Ledes from the Land of Enchantment

City council with the highest turnover in 20 years

Albuquerque Council Chambers. (Robert Browman / magazine)

Copyright © 2021

A longtime Albuquerque city councilor calls it the “big reset.”

Another says this is cause for optimism.

Four new Albuquerque councilors will take their oaths on Saturday, marking the largest council change in the last 20 years.

In fact, more seats were awarded in the most recent elections than in the last three local elections combined. Not so many new members have joined the council since 2001, which means that not even the longest-serving current member of the council – Isaac Benton, who has served for 16 years – has been part of it.

“It’s going to be different from any other transition than I can remember and everyone will have to get used to each other,” Benton said. “It’s a big reset.”

Both incumbent councilors and newly elected councilors say they are hopeful of a fresh start despite the potentially deep ideological divide within the nine-member legislature.

Although the city elections are officially impartial, the new council will include five Democrats and four Republicans. In the past few years the Democrats had a 6-3 majority.

The new council takes its seat after a record year for murders in Albuquerque and with the city facing major homelessness-related challenges. Tammy Fiebelkorn, a Democrat who recently won the election to represent the city’s middle heights, said she believes city councils all understand the problems and are able to come up with common solutions.

“I’m really encouraged by the conversations I’ve had with (other council members) on the completely different end of the spectrum from myself, political,” she said. “We find overlaps and areas of interest that we can agree on.”

Fiebelkorn succeeds Diane Gibson, a two-term Democrat who has decided against re-election. Renee Grout, a Republican, won the race to replace Don Harris, a Republican compatriot who left the city on his own terms after serving 16 years as a representative of the southeasternmost borough.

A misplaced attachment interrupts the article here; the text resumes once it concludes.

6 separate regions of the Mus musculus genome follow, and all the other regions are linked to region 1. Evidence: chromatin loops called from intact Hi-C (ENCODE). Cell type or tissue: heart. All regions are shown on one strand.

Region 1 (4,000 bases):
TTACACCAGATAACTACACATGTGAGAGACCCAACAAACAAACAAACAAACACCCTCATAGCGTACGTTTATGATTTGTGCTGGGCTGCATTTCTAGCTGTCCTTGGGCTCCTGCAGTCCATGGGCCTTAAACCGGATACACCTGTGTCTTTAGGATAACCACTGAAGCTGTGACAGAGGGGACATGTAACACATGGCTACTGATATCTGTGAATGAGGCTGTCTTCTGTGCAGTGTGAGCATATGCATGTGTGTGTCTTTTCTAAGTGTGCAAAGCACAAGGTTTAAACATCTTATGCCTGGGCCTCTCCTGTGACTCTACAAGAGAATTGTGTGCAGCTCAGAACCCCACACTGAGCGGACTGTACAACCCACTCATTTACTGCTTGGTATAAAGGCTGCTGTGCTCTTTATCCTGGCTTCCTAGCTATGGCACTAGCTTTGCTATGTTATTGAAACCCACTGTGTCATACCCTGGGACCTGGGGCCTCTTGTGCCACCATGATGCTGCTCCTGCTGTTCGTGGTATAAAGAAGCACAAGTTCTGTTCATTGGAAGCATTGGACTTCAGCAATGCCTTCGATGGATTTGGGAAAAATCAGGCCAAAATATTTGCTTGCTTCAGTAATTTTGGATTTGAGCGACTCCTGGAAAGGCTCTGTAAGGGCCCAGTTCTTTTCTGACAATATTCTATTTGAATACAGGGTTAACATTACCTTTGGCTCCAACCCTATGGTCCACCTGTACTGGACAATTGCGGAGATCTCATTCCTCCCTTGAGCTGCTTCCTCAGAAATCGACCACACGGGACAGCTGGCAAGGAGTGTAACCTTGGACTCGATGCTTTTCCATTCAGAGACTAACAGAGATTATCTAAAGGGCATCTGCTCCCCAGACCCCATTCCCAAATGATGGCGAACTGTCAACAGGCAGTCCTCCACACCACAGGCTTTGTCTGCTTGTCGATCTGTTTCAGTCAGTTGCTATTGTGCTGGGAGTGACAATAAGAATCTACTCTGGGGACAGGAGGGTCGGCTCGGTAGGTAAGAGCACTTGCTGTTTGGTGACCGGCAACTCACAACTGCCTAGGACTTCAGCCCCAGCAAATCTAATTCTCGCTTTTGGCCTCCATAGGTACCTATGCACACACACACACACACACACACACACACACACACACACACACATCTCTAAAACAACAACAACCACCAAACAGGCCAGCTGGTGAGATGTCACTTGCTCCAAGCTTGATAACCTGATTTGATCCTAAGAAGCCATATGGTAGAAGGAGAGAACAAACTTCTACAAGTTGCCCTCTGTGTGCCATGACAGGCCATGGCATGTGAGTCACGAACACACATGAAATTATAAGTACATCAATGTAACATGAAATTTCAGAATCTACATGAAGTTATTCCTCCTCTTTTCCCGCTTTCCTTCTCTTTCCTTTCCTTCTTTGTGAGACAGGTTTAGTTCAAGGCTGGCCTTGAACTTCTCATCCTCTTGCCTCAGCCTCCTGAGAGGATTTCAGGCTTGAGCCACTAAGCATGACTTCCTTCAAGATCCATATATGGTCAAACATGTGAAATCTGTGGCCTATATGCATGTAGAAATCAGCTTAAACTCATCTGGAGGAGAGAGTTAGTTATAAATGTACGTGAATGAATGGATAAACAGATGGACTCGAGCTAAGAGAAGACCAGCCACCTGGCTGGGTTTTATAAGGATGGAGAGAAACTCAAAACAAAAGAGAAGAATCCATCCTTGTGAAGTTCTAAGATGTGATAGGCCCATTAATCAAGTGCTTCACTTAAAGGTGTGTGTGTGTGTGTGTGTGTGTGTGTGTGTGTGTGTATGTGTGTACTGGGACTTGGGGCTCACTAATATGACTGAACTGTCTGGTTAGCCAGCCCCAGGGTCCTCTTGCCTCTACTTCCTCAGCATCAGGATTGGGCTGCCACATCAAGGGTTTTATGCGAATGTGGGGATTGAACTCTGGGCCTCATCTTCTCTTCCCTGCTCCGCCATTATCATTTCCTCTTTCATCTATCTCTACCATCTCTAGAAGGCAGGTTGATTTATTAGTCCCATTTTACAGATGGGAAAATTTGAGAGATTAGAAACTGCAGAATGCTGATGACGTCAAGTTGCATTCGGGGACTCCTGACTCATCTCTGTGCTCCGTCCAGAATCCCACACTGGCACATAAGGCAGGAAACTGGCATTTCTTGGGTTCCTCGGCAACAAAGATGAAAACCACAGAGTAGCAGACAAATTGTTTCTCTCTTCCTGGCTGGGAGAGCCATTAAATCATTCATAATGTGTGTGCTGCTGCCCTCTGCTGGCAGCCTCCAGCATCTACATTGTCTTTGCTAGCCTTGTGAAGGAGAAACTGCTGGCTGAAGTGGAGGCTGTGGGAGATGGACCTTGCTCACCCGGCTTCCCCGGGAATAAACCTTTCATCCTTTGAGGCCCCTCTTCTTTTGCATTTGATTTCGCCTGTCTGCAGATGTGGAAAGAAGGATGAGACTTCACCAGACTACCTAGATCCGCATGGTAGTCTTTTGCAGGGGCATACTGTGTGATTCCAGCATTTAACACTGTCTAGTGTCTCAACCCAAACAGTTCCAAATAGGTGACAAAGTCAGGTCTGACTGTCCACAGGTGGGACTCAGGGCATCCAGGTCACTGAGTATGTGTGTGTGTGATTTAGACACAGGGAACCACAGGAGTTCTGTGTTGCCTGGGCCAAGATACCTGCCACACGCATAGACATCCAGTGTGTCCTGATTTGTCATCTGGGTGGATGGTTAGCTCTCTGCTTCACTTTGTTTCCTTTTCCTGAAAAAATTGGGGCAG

Republican Dan Lewis and Conservative Democrat Louie Sanchez, meanwhile, take office after ousting Democratic incumbents Cynthia Borrego and Lan Sena in the November 2 election.

Benton said he would not characterize the new council as “more conservative” and said he preferred to describe it as “independent thinking”.

“That might be a good thing right now,” said Benton, who is representing Downtown.

In recent years the council has rarely been divided along strict party lines, but there are other breaks and 5-4 votes are the order of the day.

Councilor Trudy Jones, a Republican from Northeast Heights who has served 14 years, said the past year has been as controversial as anything she saw while serving on the council. She is looking forward to the new perspectives that sales bring with it.

“I think it will be a council that ponders their legislation instead of just following their leaders,” she said.

Mayor Tim Keller – a Democrat who easily won re-election in November – often easily brought proposals through the council during his first term, but that may change as new faces oust some of his greatest allies in the legislature.

“There will be more checks and balances,” said Grout of the new advice. “The uncontrolled power (of the mayor) will be different.”

Keller, meanwhile, says he has worked successfully with people across the aisle in the past, citing his experience in other elected offices before becoming mayor.

“This advice will not be different just because the rhetoric and partisan landscape may have changed,” he said in a statement. “It depends: we were all chosen in this cycle to work on the challenges facing our city, not to point the finger or play the game of accountability and blame; We need proactive ideas and solutions to our problems. As long as the new councilors follow this electoral mandate, we will have (a) great relationship. “

With the exception of Lewis, who served two terms as councilor before stepping down in 2017 in an unsuccessful bid for mayor, none of the new councilors had previously served in an elected office.

Jones said there were advantages.

“For advice, it’s always good to have fresh blood and new visions – people see the good and bad in the way things go and maybe some great new ideas,” she said. “I’m very optimistic about that.”

Grout said she would use her early days in office to research, ask questions, and listen.

Fiebelkorn said she will spend her first month securing capital expenditures from the legislature, which will meet on Jan. 18, and getting to know her colleagues better.

She said she took office with “full confidence” in the city leaders’ ability to come together to make Albuquerque a better place.

But she added, “Speak to me again in three months and see if I still say this.”

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